Last week, I said that a minimum price should be set for alcohol, as a new report highlights the spiralling trend of children drinking at a younger age.
Alcohol abuse could be the ruin of this generation if we don’t take action now. A new report by Alcohol Action Ireland has underlined the fact that the below cost selling of alcohol must be tackled for the benefit of our wider society.
In recent decades, we have seen a huge rise in underage drinking. Children born in 1980 used alcohol for the first time at age 16. Children born in 1990 used it for the first time at age 14. That’s a hugely worrying trend, with dire consequences for our economy and society.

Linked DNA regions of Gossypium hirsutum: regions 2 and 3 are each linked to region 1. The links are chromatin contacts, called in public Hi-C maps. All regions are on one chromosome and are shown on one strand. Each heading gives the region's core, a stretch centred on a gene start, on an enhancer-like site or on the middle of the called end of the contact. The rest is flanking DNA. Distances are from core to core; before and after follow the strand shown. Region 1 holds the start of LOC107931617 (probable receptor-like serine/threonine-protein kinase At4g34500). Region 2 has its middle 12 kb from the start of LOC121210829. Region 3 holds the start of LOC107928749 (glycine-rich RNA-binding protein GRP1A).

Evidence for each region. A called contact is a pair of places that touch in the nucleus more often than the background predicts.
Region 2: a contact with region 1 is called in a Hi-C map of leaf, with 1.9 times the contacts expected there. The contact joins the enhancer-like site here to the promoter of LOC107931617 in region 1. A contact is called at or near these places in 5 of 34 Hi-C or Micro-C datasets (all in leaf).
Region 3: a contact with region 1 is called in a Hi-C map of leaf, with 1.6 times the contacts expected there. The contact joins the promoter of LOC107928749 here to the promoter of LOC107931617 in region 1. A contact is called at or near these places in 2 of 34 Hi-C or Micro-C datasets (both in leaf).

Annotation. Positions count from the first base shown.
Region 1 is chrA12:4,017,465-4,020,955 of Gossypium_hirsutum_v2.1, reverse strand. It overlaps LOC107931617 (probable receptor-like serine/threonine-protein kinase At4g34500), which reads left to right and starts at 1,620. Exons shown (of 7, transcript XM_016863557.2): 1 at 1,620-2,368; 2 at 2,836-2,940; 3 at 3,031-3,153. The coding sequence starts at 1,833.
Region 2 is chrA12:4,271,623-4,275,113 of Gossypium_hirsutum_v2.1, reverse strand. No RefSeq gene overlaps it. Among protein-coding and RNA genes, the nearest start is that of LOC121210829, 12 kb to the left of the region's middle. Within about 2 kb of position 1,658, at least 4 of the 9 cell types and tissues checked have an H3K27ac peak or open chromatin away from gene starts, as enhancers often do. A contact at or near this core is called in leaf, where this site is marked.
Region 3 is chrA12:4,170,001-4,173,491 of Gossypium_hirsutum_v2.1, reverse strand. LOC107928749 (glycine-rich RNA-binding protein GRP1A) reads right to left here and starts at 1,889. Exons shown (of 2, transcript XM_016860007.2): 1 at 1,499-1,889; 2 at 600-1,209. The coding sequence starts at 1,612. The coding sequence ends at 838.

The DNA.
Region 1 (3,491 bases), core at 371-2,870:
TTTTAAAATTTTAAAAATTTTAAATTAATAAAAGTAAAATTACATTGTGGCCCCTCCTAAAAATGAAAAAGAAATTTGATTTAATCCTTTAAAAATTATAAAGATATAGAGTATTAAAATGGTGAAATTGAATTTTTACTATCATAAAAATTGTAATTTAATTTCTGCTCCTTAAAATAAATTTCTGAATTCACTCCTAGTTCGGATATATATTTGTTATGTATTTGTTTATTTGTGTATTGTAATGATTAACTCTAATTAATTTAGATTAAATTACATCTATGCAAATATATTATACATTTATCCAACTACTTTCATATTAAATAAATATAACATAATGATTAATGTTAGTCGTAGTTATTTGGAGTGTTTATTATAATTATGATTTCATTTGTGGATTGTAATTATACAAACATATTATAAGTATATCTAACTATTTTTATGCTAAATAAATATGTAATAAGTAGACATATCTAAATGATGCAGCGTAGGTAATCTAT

Alcohol abuse is a huge cost on society. The latest figures show that our health services spend €1.2 billion each year – or around 8% of our healthcare budget – treating alcohol-related illnesses and accidents.
We need to address one of the main root causes of this problem. It’s now possible to purchase large volumes of alcohol, with plenty of change from a €10 note. Many large multiple retailers are clearly using cut-price alcohol as an incentive to get customers through the door. This means the price of alcohol is one of the main factors which determine where people do their weekly shop.
At the moment, it’s estimated that supermarkets spend about one fifth of their advertising budgets on alcohol products. Setting a minimum price, based on volume, would help undo this effect.
I believe that in a society where 54% of children have admitted to being drunk by age 16, establishing a minimum cost on the price of alcohol would be an important step forward in addressing our very worrying relationship with drink.